She started pleading to return to Honduras to be with her father. But Mr. Gámez maintained that Heydi needed to stay in America, where she had won asylum and had educational opportunities that he had never had.
On Heydi’s 13th birthday in March, Mr. Gámez promised her he would be with her by her 15th to celebrate her quinceañera, the traditional coming-of-age celebration. But sensing her increasing despondence, he told her he would try to cross the border in June.
The two started to make plans for their first summer together in the United States: They’d go to the mall, to the park, to the small beach by the Bay Shore Marina.
From Reynosa, Mexico, in early June, Mr. Gámez called Heydi and told her he was almost in the United States. They may not be able to talk for the next few days, he warned her, but he would see her soon.
Mr. Gámez never had the chance to call her from the other side of the border. After illegally entering the United States, he was apprehended by Border Patrol agents and sent again into detention. When Heydi learned he was in custody, she broke into tears. For days, her aunts said, she did not want to leave her room. She lost her appetite.
Jessica thought spending a few nights with Zoila, her younger aunt, might raise Heydi’s spirits. They planned an outing to Six Flags for July 5. But the trip never happened.
At 12:36 a.m. on the morning of July 3, the police responded to a 911 call from Zoila’s house, where medics tried to resuscitate Heydi. She was taken to Cohen Children’s Medical Center in New Hyde Park, where doctors determined she was “neurologically devastated.” A week later, they declared her brain-dead.
On July 13, Immigration and Customs Enforcement agreed to a request from Mr. Gámez’s lawyer, Mr. Romero, to release him from custody to be with his dying daughter. The authorities put him on a plane with a round-trip ticket from Texas, where he will return to detention — he had 14 days to bid Heydi goodbye.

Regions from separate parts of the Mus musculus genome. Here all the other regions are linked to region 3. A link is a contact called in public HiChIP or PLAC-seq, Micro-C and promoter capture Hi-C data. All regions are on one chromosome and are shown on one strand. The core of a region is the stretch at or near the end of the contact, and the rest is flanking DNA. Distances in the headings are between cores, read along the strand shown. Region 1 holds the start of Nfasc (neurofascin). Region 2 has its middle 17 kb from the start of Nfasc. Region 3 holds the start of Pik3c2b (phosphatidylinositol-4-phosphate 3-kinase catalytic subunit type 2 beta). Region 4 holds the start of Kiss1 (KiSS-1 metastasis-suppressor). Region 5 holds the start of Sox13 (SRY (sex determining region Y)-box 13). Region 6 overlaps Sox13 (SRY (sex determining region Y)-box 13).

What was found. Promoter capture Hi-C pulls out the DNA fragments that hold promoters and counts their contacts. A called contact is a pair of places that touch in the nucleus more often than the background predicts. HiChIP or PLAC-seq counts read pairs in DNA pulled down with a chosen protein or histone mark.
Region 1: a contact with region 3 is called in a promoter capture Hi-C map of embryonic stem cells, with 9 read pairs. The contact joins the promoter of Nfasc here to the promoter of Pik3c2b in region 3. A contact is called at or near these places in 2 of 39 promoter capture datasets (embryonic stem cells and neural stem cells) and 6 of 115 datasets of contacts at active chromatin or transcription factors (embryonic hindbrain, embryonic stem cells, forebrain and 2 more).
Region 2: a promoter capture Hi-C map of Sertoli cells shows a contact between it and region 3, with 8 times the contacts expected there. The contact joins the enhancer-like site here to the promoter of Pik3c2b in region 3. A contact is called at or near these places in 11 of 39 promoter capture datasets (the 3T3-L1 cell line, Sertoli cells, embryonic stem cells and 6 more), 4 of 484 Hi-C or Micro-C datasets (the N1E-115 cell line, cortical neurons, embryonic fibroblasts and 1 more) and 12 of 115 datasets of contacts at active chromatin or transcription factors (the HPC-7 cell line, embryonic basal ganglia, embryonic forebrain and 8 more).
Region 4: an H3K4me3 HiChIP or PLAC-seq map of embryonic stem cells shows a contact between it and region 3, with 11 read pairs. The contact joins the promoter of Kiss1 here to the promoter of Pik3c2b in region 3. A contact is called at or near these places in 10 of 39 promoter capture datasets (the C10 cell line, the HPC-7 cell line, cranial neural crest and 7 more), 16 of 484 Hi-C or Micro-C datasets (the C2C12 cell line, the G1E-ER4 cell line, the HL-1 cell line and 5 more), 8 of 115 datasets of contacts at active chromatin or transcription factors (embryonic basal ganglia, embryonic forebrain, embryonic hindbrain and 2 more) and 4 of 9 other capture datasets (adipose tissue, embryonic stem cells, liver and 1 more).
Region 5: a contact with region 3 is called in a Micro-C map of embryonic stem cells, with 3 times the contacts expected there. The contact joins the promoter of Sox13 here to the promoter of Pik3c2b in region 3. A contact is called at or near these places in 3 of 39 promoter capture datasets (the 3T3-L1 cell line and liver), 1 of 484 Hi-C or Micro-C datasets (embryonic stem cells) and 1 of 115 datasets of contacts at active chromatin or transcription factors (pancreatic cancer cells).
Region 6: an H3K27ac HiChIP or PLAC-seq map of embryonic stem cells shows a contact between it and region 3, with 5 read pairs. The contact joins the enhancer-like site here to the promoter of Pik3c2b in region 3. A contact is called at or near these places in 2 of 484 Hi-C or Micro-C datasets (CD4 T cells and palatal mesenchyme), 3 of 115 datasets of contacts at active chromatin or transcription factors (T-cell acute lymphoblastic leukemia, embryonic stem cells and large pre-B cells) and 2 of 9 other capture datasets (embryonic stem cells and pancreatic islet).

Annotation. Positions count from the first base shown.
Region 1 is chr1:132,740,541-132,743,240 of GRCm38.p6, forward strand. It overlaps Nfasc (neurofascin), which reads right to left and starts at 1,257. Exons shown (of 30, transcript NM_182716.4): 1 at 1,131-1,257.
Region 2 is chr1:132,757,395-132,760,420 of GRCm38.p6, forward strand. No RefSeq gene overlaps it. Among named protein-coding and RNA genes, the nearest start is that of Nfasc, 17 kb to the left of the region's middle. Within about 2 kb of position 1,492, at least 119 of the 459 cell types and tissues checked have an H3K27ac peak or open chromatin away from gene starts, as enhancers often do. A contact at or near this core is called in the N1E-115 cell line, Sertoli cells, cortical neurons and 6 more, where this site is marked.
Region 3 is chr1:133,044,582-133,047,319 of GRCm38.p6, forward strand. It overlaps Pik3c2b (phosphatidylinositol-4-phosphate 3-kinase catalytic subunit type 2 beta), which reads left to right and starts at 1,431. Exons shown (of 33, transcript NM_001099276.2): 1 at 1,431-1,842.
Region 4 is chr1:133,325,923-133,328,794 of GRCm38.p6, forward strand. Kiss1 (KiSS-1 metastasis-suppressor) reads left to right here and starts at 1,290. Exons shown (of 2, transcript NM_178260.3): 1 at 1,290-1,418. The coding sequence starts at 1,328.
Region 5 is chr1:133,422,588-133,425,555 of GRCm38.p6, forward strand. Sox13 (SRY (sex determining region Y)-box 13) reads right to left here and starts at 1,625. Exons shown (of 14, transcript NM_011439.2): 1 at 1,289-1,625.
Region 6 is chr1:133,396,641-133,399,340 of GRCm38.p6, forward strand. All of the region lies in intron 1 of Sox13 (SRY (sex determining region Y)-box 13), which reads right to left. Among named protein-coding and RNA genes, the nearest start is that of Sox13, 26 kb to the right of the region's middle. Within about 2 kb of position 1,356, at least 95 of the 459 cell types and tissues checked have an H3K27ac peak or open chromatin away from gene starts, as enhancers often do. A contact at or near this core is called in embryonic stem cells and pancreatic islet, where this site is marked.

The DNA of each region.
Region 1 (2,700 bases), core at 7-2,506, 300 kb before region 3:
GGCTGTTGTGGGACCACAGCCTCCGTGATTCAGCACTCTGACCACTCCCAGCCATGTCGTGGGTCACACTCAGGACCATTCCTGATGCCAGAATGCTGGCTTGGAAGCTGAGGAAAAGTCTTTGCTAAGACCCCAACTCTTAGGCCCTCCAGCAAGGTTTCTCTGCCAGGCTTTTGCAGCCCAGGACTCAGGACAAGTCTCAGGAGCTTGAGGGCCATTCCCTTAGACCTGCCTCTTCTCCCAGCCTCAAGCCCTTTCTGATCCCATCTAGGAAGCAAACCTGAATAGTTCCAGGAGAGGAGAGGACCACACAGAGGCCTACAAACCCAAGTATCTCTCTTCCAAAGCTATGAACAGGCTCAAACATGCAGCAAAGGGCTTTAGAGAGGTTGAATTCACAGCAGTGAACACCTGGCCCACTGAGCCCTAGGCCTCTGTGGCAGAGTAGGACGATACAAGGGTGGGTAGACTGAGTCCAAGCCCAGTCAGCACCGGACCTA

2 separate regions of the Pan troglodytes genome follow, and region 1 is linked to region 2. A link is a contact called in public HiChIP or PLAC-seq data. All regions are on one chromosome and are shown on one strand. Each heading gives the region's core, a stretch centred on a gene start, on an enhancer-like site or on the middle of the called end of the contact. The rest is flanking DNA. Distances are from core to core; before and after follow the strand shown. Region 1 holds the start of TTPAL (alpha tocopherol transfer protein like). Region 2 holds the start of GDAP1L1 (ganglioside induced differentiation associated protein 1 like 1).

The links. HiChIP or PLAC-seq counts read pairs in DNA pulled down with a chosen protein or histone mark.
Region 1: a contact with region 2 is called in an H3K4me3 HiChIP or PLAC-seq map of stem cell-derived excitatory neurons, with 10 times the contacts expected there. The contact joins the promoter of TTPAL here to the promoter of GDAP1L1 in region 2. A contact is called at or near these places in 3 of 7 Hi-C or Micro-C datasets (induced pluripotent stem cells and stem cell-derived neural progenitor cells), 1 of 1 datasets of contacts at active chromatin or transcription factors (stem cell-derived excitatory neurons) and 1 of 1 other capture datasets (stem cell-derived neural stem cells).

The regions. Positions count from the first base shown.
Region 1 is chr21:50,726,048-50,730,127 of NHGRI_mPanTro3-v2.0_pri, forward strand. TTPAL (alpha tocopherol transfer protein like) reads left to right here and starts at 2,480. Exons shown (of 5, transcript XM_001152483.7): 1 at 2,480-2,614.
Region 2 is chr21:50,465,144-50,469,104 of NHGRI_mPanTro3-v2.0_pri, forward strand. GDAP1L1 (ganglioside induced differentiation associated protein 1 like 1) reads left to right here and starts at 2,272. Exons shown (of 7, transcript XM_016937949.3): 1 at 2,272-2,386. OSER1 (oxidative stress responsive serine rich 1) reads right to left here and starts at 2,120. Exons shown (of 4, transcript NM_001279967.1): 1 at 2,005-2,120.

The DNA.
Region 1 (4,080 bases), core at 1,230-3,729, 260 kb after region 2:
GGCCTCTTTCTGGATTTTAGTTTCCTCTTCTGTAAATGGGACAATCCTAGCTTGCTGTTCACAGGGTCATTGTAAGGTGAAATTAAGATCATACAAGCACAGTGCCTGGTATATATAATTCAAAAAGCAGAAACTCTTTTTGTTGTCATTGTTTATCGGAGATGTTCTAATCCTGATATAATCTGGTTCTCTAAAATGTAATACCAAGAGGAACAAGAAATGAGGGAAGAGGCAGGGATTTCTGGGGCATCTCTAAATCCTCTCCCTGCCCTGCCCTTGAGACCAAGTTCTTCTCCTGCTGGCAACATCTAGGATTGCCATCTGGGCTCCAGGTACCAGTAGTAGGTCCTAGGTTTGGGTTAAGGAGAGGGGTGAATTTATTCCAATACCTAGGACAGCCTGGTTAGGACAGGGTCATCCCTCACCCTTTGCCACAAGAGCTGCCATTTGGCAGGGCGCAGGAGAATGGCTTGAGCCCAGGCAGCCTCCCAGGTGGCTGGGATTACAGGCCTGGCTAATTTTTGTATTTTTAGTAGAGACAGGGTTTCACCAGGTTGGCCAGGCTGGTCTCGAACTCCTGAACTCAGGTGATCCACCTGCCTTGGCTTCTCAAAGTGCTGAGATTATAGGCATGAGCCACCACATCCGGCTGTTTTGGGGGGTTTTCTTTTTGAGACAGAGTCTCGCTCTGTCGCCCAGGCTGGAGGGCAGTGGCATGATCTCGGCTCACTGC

As Mr. Gámez’s flight from Houston approached Newark, Jessica and her siblings waited in the arrivals terminal.
“He still doesn’t know what happened,” Jessica said, cradling her elbows in her hands. “I still don’t know how I’m going to tell him.”
When Mr. Gámez emerged, Jessica lunged toward him. “Brother, please forgive me,” she murmured.
As the siblings wove through traffic to the hospital, Jessica tried to explain what had happened. But her brother did not fully grasp that his daughter was brain-dead — until he saw her.
She lay in a hospital bed, eyes half-shut, buried beneath breathing tubes and IV drips, surrounded by monitors. His eyes welled.
“My dear, my dear, please,” he said softly, stroking the crown of her head. “Please, if you see a light, don’t go toward it, please.”
“I’m here, I love you,” he whispered.
Mr. Gámez spent the night beside her, the flicker of hope that she might awaken dimming with each monitor’s beep. By morning, the severity of Heydi’s condition had sunk in.
As he sat on the couch in Jessica’s apartment the next day, a look of disbelief and grief washed over his face.
“As a parent, you don’t have any hopes or dreams for yourself, all your dreams are for your kids,” he said. “All my dreams are in her heart. All of them are gone with her.”
On Thursday, Mr. Gámez plans to take Heydi off life support. They will have spent her last four days alive, together.